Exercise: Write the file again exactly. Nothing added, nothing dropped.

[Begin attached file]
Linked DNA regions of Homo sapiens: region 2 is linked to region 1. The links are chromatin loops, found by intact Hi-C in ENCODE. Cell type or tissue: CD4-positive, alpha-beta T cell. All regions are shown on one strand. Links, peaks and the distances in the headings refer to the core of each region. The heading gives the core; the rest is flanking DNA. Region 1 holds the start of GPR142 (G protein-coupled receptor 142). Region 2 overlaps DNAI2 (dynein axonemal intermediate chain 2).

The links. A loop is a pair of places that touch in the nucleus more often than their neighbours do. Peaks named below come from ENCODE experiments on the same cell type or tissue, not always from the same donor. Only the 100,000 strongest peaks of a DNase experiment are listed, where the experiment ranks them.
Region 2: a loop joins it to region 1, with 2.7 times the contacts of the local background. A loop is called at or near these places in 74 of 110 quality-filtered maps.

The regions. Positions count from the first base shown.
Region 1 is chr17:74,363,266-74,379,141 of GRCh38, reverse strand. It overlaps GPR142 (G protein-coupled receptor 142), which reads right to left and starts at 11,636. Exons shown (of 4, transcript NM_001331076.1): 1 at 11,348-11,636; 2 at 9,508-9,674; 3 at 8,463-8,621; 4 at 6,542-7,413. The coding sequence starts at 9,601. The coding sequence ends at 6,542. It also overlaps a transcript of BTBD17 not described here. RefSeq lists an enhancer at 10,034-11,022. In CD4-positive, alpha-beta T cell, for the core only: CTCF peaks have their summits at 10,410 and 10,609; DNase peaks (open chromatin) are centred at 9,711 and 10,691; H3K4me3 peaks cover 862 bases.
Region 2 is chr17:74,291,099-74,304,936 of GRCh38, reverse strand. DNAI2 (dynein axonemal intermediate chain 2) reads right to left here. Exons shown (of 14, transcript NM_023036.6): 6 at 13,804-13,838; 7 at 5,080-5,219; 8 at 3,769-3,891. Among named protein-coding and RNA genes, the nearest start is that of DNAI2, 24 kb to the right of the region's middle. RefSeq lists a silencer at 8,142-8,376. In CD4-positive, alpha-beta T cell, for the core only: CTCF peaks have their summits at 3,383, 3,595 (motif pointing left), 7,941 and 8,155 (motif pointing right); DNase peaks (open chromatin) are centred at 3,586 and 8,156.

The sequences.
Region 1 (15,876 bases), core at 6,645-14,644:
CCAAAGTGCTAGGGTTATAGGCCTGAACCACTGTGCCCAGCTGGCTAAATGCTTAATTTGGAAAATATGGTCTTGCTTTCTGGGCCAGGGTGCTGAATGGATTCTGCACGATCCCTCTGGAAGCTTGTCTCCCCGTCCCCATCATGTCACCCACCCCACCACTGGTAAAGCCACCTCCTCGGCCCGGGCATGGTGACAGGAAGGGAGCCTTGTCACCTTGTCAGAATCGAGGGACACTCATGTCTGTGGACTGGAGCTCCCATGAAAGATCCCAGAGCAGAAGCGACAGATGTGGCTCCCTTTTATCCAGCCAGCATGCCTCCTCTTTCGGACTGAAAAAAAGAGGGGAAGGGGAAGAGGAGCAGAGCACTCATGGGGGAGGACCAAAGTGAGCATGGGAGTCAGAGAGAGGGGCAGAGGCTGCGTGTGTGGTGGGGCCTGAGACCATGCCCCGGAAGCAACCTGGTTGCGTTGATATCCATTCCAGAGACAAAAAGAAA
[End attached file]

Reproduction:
Linked DNA regions of Homo sapiens: region 2 is linked to region 1. The links are chromatin loops, found by intact Hi-C in ENCODE. Cell type or tissue: CD4-positive, alpha-beta T cell. All regions are shown on one strand. Links, peaks and the distances in the headings refer to the core of each region. The heading gives the core; the rest is flanking DNA. Region 1 holds the start of GPR142 (G protein-coupled receptor 142). Region 2 overlaps DNAI2 (dynein axonemal intermediate chain 2).

The links. A loop is a pair of places that touch in the nucleus more often than their neighbours do. Peaks named below come from ENCODE experiments on the same cell type or tissue, not always from the same donor. Only the 100,000 strongest peaks of a DNase experiment are listed, where the experiment ranks them.
Region 2: a loop joins it to region 1, with 2.7 times the contacts of the local background. A loop is called at or near these places in 74 of 110 quality-filtered maps.

The regions. Positions count from the first base shown.
Region 1 is chr17:74,363,266-74,379,141 of GRCh38, reverse strand. It overlaps GPR142 (G protein-coupled receptor 142), which reads right to left and starts at 11,636. Exons shown (of 4, transcript NM_001331076.1): 1 at 11,348-11,636; 2 at 9,508-9,674; 3 at 8,463-8,621; 4 at 6,542-7,413. The coding sequence starts at 9,601. The coding sequence ends at 6,542. It also overlaps a transcript of BTBD17 not described here. RefSeq lists an enhancer at 10,034-11,022. In CD4-positive, alpha-beta T cell, for the core only: CTCF peaks have their summits at 10,410 and 10,609; DNase peaks (open chromatin) are centred at 9,711 and 10,691; H3K4me3 peaks cover 862 bases.
Region 2 is chr17:74,291,099-74,304,936 of GRCh38, reverse strand. DNAI2 (dynein axonemal intermediate chain 2) reads right to left here. Exons shown (of 14, transcript NM_023036.6): 6 at 13,804-13,838; 7 at 5,080-5,219; 8 at 3,769-3,891. Among named protein-coding and RNA genes, the nearest start is that of DNAI2, 24 kb to the right of the region's middle. RefSeq lists a silencer at 8,142-8,376. In CD4-positive, alpha-beta T cell, for the core only: CTCF peaks have their summits at 3,383, 3,595 (motif pointing left), 7,941 and 8,155 (motif pointing right); DNase peaks (open chromatin) are centred at 3,586 and 8,156.

The sequences.
Region 1 (15,876 bases), core at 6,645-14,644:
CCAAAGTGCTAGGGTTATAGGCCTGAACCACTGTGCCCAGCTGGCTAAATGCTTAATTTGGAAAATATGGTCTTGCTTTCTGGGCCAGGGTGCTGAATGGATTCTGCACGATCCCTCTGGAAGCTTGTCTCCCCGTCCCCATCATGTCACCCACCCCACCACTGGTAAAGCCACCTCCTCGGCCCGGGCATGGTGACAGGAAGGGAGCCTTGTCACCTTGTCAGAATCGAGGGACACTCATGTCTGTGGACTGGAGCTCCCATGAAAGATCCCAGAGCAGAAGCGACAGATGTGGCTCCCTTTTATCCAGCCAGCATGCCTCCTCTTTCGGACTGAAAAAAAGAGGGGAAGGGGAAGAGGAGCAGAGCACTCATGGGGGAGGACCAAAGTGAGCATGGGAGTCAGAGAGAGGGGCAGAGGCTGCGTGTGTGGTGGGGCCTGAGACCATGCCCCGGAAGCAACCTGGTTGCGTTGATATCCATTCCAGAGACAAAAAGAAA